While Rhode Island is trying to reduce greenhouse gas emissions and set an example for other states environmental officials said Friday that emissions were up between 2017 and 2018.

Total greenhouse gas emissions grew by nearly 8.2%. Driven by increases in emissions produced by the transportation sector and electricity consumption. According to an analysis by air quality specialists at the state Department of Environmental Management. That brings emissions to 1.8% over the 1990 baseline. And jeopardizes the state’s chances of meeting a mandate in its Act on Climate law to reduce emissions by 10% by 2020.

The 2019 emissions data, which is currently being analyzed, would have to show a significant decrease to meet the goal.

DEM Acting Director Terry Gray said emissions may continue to increase in 2019 before decreasing in 2020. Because people traveled less during the pandemic. Gray said he wasn’t surprised there was an increase between 2017 and 2018. Because nothing significant was being done at the time to cut emissions. The signing of the Act on Climate created a sense of urgency, Gray added.

Democratic Gov. Dan McKee signed the Act on Climate nearly a year ago to set mandatory, enforceable emissions reduction goals. Culminating in net-zero economy-wide emissions by 2050, which means the number of greenhouse gases produced is no more than the amount removed from the atmosphere.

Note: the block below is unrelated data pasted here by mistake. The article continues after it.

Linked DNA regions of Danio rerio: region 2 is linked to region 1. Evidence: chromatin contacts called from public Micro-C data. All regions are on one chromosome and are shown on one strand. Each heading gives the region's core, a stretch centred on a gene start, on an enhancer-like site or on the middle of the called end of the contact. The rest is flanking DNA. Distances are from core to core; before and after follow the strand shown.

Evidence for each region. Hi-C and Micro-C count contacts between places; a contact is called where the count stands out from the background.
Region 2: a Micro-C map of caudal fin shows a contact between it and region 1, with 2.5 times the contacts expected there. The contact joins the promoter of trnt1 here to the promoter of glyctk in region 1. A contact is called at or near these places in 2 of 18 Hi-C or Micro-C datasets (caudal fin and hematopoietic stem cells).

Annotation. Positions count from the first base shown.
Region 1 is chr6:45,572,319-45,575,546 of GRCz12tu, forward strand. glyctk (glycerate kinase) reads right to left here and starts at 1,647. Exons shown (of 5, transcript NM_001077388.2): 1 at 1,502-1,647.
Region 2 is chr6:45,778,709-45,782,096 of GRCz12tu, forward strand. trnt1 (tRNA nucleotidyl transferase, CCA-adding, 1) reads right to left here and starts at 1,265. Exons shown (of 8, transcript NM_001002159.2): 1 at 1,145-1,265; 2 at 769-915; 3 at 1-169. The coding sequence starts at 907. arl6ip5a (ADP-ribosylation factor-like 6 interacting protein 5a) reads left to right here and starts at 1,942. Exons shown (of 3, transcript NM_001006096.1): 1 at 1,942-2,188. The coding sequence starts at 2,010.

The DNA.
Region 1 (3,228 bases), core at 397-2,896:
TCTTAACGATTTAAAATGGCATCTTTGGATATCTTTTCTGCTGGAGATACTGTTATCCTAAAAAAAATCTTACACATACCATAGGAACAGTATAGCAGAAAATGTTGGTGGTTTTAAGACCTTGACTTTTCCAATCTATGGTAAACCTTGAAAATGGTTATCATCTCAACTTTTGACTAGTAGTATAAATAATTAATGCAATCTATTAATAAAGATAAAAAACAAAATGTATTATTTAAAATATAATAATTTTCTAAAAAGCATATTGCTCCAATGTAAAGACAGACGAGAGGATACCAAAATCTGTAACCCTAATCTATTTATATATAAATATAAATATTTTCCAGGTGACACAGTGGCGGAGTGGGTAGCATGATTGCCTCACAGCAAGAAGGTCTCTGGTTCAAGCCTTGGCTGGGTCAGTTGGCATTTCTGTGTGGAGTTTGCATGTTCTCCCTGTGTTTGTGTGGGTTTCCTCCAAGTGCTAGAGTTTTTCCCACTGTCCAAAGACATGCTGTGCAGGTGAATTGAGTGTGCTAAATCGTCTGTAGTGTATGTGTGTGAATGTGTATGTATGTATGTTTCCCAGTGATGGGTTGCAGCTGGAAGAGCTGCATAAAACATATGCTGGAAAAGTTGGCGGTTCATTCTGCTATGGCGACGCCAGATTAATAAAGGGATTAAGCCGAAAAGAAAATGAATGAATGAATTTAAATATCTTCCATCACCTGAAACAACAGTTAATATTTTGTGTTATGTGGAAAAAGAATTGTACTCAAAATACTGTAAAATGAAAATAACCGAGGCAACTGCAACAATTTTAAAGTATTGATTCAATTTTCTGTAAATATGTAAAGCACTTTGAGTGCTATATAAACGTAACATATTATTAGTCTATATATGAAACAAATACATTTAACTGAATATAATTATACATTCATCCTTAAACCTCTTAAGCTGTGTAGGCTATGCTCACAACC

McKee said in a statement that Rhode Island already is seeing the tangible results of climate change. Including higher temperatures and more frequent, intense storms. He called on state agencies to deliver urgent remedies.

McKee said last week that he wants the offshore wind to supply more of the state’s power to cement its position as a hub for the industry. Reduce greenhouse gas emissions and set an example for other states looking to stave off the worst effects of a warming planet. He proposed procuring an additional 600 megawatts of offshore wind, enough to power about 340,000 homes annually.

The administration is launching a rebate program to help people switch to electric vehicles. And wants to use $37 million of federal funding that was awarded to the state to pay for energy-efficient electric heat pumps.

Gray said the new data is “a call to action for Rhode Island to do better, to fight climate change.”

Rhode Island produced 11.74 million metric tons of carbon dioxide in 2017 and 12.7 million metric tons in 2018, resulting in an 8.18% change, according to DEM. Emissions increased in most major sectors, such as transportation, electricity consumption, residential heating, industry, commercial heating, and waste.

During the same timeframe, neighboring states Connecticut and Massachusetts reported smaller increases in emissions, 2.7%, and .68% respectively.